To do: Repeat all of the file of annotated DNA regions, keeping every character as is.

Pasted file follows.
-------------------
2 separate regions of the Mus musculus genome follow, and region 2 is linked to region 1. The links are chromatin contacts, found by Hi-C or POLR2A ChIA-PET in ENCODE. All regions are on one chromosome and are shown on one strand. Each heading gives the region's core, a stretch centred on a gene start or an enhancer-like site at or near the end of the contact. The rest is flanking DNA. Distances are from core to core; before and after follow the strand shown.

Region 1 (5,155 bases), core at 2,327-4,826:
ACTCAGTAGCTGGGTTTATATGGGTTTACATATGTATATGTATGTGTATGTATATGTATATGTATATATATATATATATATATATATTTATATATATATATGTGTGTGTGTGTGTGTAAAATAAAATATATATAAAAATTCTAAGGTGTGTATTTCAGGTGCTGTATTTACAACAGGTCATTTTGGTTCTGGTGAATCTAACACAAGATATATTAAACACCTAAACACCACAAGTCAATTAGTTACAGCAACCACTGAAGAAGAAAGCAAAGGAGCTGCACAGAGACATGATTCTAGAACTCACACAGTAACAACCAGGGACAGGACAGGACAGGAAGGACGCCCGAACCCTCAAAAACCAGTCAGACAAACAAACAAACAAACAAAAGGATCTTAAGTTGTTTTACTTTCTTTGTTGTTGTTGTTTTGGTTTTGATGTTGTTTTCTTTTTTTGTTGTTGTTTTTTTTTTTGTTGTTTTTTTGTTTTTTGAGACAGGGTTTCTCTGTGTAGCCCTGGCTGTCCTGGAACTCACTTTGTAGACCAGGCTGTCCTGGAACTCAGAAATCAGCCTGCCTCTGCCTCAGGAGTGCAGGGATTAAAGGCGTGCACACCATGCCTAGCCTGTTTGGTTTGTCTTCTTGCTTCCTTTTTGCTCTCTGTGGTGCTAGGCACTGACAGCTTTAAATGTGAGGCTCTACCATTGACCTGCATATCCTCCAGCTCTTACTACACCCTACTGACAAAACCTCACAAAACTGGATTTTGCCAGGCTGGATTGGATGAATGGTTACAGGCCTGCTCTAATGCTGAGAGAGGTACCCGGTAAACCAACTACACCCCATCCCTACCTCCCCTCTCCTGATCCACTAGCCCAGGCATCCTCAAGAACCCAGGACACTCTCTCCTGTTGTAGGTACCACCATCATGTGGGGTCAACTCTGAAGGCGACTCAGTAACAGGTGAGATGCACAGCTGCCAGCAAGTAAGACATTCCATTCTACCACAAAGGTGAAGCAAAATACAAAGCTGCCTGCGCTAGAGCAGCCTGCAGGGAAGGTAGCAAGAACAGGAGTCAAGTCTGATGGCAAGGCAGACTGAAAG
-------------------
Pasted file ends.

2 separate regions of the Mus musculus genome follow, and region 2 is linked to region 1. The links are chromatin contacts, found by Hi-C or POLR2A ChIA-PET in ENCODE. All regions are on one chromosome and are shown on one strand. Each heading gives the region's core, a stretch centred on a gene start or an enhancer-like site at or near the end of the contact. The rest is flanking DNA. Distances are from core to core; before and after follow the strand shown.

Region 1 (5,155 bases), core at 2,327-4,826:
ACTCAGTAGCTGGGTTTATATGGGTTTACATATGTATATGTATGTGTATGTATATGTATATGTATATATATATATATATATATATATTTATATATATATATGTGTGTGTGTGTGTGTAAAATAAAATATATATAAAAATTCTAAGGTGTGTATTTCAGGTGCTGTATTTACAACAGGTCATTTTGGTTCTGGTGAATCTAACACAAGATATATTAAACACCTAAACACCACAAGTCAATTAGTTACAGCAACCACTGAAGAAGAAAGCAAAGGAGCTGCACAGAGACATGATTCTAGAACTCACACAGTAACAACCAGGGACAGGACAGGACAGGAAGGACGCCCGAACCCTCAAAAACCAGTCAGACAAACAAACAAACAAACAAAAGGATCTTAAGTTGTTTTACTTTCTTTGTTGTTGTTGTTTTGGTTTTGATGTTGTTTTCTTTTTTTGTTGTTGTTTTTTTTTTTGTTGTTTTTTTGTTTTTTGAGACAGGGTTTCTCTGTGTAGCCCTGGCTGTCCTGGAACTCACTTTGTAGACCAGGCTGTCCTGGAACTCAGAAATCAGCCTGCCTCTGCCTCAGGAGTGCAGGGATTAAAGGCGTGCACACCATGCCTAGCCTGTTTGGTTTGTCTTCTTGCTTCCTTTTTGCTCTCTGTGGTGCTAGGCACTGACAGCTTTAAATGTGAGGCTCTACCATTGACCTGCATATCCTCCAGCTCTTACTACACCCTACTGACAAAACCTCACAAAACTGGATTTTGCCAGGCTGGATTGGATGAATGGTTACAGGCCTGCTCTAATGCTGAGAGAGGTACCCGGTAAACCAACTACACCCCATCCCTACCTCCCCTCTCCTGATCCACTAGCCCAGGCATCCTCAAGAACCCAGGACACTCTCTCCTGTTGTAGGTACCACCATCATGTGGGGTCAACTCTGAAGGCGACTCAGTAACAGGTGAGATGCACAGCTGCCAGCAAGTAAGACATTCCATTCTACCACAAAGGTGAAGCAAAATACAAAGCTGCCTGCGCTAGAGCAGCCTGCAGGGAAGGTAGCAAGAACAGGAGTCAAGTCTGATGGCAAGGCAGACTGAAAG